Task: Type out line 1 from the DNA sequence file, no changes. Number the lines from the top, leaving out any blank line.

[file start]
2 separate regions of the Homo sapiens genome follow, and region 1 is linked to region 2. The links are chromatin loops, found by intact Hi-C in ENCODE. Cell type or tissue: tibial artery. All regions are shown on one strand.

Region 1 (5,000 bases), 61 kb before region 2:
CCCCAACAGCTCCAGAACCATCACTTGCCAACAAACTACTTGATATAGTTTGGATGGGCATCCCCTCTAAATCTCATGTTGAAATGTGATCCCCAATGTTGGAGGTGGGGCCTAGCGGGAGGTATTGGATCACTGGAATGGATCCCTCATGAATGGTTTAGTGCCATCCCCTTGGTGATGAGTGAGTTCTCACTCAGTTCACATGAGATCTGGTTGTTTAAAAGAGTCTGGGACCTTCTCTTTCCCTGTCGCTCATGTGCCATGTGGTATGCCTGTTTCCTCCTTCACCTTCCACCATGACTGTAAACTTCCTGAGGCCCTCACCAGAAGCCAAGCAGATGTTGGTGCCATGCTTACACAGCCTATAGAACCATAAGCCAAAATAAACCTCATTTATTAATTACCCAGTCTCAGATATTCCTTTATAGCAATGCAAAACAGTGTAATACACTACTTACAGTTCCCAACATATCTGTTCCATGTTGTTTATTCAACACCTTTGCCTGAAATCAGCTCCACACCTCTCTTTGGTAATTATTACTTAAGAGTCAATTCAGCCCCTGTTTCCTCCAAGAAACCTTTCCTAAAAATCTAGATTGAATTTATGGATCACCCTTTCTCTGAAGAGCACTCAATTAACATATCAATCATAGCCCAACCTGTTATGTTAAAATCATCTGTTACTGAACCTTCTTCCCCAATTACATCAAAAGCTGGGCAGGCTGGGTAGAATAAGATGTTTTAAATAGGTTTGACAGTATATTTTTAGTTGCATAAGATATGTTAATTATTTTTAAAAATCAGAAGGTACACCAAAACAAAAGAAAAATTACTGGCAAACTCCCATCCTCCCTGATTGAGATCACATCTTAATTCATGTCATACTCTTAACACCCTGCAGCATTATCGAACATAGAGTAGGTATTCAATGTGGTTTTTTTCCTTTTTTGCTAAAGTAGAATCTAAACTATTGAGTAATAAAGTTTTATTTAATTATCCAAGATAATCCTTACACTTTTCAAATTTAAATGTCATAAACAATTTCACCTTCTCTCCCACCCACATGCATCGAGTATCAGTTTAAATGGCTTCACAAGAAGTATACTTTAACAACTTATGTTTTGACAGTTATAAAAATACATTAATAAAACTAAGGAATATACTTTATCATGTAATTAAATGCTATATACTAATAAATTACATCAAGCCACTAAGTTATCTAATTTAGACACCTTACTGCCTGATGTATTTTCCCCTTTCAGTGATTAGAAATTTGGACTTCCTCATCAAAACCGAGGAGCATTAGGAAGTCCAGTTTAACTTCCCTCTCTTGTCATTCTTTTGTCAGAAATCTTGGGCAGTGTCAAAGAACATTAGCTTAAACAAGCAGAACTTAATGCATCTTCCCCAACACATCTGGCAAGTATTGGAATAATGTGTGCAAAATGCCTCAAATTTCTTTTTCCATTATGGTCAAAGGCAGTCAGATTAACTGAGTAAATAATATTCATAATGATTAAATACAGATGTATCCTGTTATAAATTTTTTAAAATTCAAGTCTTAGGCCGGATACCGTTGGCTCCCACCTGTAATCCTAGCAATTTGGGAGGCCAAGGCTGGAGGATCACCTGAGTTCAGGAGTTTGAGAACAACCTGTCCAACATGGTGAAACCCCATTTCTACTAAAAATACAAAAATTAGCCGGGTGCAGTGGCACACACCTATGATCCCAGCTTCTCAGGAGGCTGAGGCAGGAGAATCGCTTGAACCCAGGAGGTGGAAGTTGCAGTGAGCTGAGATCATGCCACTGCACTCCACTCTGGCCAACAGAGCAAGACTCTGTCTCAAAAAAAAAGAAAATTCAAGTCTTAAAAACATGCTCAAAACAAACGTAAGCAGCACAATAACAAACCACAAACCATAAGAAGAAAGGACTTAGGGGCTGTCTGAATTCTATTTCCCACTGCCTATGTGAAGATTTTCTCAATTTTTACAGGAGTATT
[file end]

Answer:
2 separate regions of the Homo sapiens genome follow, and region 1 is linked to region 2. The links are chromatin loops, found by intact Hi-C in ENCODE. Cell type or tissue: tibial artery. All regions are shown on one strand.